Whenever an entrepreneur enters the marketplace, one can be certain that established firms in the same industry will try to use the power of the state to crush their upstart competitor, particularly if he begins taking market share from them. Such is the case with Airbnb, which has seen a significant increase in opposition from all levels of government thanks to a concerted effort on the part of the hotel industry, reports the New York Times.
The Times obtained copies of documents recently presented to the board of the American Hotel and Lodging Association, a trade group that includes such juggernauts as Marriott International and Hilton Worldwide. “In the documents,” writes the paper, “the group sketched out the progress it had already made against Airbnb, and described how it planned to rein in the start-up in the future.” The November board meeting’s minutes said the plan was a “multipronged, national campaign approach at the local, state and federal level.”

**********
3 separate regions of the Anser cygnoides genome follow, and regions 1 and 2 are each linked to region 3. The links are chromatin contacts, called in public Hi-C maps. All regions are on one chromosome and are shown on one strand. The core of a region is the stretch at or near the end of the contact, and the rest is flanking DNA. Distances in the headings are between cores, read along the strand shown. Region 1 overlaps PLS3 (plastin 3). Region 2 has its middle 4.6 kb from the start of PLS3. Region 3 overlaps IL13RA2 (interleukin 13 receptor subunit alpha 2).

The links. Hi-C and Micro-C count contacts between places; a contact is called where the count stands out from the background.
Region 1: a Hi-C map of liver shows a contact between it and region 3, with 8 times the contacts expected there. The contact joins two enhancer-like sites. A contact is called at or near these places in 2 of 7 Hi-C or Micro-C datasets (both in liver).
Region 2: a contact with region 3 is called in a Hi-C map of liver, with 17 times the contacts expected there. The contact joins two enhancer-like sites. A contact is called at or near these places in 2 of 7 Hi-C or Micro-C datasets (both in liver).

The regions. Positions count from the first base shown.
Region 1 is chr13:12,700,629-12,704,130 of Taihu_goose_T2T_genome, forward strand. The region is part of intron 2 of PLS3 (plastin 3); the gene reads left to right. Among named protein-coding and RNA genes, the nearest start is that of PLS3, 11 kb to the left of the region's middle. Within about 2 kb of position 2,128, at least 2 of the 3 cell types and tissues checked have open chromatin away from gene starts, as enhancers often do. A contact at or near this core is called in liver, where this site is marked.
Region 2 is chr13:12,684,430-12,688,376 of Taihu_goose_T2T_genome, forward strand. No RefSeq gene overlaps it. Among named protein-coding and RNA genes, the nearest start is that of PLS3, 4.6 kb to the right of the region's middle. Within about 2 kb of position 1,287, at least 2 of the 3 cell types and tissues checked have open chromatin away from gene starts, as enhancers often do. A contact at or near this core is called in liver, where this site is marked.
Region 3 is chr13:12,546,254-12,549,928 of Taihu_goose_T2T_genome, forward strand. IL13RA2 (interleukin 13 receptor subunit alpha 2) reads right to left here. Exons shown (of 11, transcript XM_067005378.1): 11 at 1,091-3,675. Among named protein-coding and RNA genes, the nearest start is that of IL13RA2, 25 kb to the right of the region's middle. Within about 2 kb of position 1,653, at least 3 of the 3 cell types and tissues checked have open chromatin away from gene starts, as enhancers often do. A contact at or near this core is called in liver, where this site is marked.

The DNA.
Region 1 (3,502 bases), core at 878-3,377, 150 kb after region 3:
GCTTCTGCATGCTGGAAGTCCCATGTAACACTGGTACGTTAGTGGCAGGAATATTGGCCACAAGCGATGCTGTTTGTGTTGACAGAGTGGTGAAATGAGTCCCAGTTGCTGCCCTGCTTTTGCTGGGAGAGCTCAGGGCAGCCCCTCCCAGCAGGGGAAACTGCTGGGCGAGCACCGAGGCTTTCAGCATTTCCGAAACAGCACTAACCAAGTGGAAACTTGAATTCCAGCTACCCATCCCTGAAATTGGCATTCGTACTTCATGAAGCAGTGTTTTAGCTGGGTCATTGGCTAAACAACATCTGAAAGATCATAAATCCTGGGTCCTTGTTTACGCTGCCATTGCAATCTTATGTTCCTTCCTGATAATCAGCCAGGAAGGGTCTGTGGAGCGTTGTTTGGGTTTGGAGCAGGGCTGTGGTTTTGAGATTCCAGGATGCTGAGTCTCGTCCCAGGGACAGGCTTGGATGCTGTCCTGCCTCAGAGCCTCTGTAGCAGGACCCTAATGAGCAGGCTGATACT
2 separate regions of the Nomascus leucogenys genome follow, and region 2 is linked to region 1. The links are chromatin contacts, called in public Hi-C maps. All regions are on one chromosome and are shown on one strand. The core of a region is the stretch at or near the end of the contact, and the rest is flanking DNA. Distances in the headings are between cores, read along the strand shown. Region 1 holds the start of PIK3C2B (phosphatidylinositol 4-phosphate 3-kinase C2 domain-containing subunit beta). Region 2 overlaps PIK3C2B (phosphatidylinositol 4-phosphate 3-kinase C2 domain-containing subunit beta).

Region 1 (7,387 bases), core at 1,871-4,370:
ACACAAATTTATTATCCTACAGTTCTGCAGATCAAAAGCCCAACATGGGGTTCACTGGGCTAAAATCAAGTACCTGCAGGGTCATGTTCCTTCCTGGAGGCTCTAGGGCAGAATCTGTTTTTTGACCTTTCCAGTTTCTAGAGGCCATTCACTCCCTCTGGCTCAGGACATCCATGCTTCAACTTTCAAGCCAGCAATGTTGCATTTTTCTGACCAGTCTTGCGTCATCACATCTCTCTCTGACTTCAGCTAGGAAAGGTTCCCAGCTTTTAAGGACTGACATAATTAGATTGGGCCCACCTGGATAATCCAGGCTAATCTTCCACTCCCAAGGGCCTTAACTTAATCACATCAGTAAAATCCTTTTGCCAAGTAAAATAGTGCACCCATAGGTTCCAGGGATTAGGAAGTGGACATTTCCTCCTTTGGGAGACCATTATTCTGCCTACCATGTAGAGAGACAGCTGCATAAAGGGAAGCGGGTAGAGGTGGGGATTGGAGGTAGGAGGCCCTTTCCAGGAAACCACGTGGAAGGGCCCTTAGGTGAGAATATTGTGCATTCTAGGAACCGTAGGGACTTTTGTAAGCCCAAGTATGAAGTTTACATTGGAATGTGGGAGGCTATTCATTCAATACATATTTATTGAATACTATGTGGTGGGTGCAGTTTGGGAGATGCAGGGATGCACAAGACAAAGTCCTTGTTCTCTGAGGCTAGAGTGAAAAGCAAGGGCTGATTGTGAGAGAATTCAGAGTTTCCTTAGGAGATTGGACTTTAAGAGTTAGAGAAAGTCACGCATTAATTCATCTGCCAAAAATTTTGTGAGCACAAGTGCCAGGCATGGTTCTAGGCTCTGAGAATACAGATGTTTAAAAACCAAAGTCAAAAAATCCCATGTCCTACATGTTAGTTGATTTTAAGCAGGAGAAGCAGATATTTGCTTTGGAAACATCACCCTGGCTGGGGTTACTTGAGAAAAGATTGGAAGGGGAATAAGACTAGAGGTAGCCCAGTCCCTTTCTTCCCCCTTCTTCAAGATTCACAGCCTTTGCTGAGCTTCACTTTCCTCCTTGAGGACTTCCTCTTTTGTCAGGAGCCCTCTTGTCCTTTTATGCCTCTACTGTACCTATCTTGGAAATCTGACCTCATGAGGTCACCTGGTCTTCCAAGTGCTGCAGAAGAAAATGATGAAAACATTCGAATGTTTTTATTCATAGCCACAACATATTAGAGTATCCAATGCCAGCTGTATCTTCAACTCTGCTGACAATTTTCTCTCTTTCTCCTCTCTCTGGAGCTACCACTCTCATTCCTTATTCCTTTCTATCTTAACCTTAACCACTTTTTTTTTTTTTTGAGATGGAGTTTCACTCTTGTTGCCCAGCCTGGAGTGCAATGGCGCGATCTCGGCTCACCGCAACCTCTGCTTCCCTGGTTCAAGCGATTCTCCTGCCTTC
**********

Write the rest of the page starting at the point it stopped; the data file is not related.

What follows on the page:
That the industry would want to put Airbnb out of business is quite understandable. According to Hospitality Net, a hotel-industry website, a report commissioned by the Hotel Association estimated that Airbnb costs hotels about $450 million in direct revenue per year, with additional losses in the form of lost food and beverage sales and other service fees. The Times says Airbnb, which enables people to rent out unused living space on a short-term basis, “has raised more than $3 billion and secured a $1 billion line of credit” and is valued at about $30 billion. In addition, the increase in the supply of lodging has naturally depressed its price, even during peak periods such as holidays, which has also cut into hotels’ bottom lines.